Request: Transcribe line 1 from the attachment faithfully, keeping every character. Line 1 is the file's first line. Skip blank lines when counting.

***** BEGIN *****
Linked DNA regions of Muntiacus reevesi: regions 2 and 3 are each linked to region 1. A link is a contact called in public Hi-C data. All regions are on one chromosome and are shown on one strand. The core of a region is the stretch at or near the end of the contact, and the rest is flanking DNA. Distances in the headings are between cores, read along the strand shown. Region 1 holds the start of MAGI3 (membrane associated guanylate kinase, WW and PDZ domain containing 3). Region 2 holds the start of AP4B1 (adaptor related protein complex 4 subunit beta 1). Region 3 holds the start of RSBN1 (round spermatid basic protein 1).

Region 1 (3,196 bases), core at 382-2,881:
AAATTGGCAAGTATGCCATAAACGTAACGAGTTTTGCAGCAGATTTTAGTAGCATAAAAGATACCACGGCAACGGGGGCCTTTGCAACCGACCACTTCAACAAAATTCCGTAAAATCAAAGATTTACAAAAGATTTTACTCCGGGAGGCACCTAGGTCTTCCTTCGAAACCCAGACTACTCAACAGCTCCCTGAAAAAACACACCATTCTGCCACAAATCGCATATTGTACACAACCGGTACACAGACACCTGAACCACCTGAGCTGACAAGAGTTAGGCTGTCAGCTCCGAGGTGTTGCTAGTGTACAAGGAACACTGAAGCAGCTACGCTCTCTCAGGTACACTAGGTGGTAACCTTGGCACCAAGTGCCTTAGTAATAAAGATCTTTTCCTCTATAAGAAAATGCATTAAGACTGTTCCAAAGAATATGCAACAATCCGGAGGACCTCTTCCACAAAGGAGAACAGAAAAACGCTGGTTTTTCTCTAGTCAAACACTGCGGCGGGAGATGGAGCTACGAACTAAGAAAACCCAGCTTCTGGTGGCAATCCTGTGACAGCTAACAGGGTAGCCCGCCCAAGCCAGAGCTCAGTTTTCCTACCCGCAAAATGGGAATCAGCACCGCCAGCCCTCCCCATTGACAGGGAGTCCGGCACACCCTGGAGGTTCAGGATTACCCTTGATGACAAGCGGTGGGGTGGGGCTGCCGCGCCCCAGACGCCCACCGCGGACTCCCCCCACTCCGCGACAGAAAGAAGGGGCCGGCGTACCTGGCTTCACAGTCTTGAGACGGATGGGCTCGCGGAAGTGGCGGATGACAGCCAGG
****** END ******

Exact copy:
Linked DNA regions of Muntiacus reevesi: regions 2 and 3 are each linked to region 1. A link is a contact called in public Hi-C data. All regions are on one chromosome and are shown on one strand. The core of a region is the stretch at or near the end of the contact, and the rest is flanking DNA. Distances in the headings are between cores, read along the strand shown. Region 1 holds the start of MAGI3 (membrane associated guanylate kinase, WW and PDZ domain containing 3). Region 2 holds the start of AP4B1 (adaptor related protein complex 4 subunit beta 1). Region 3 holds the start of RSBN1 (round spermatid basic protein 1).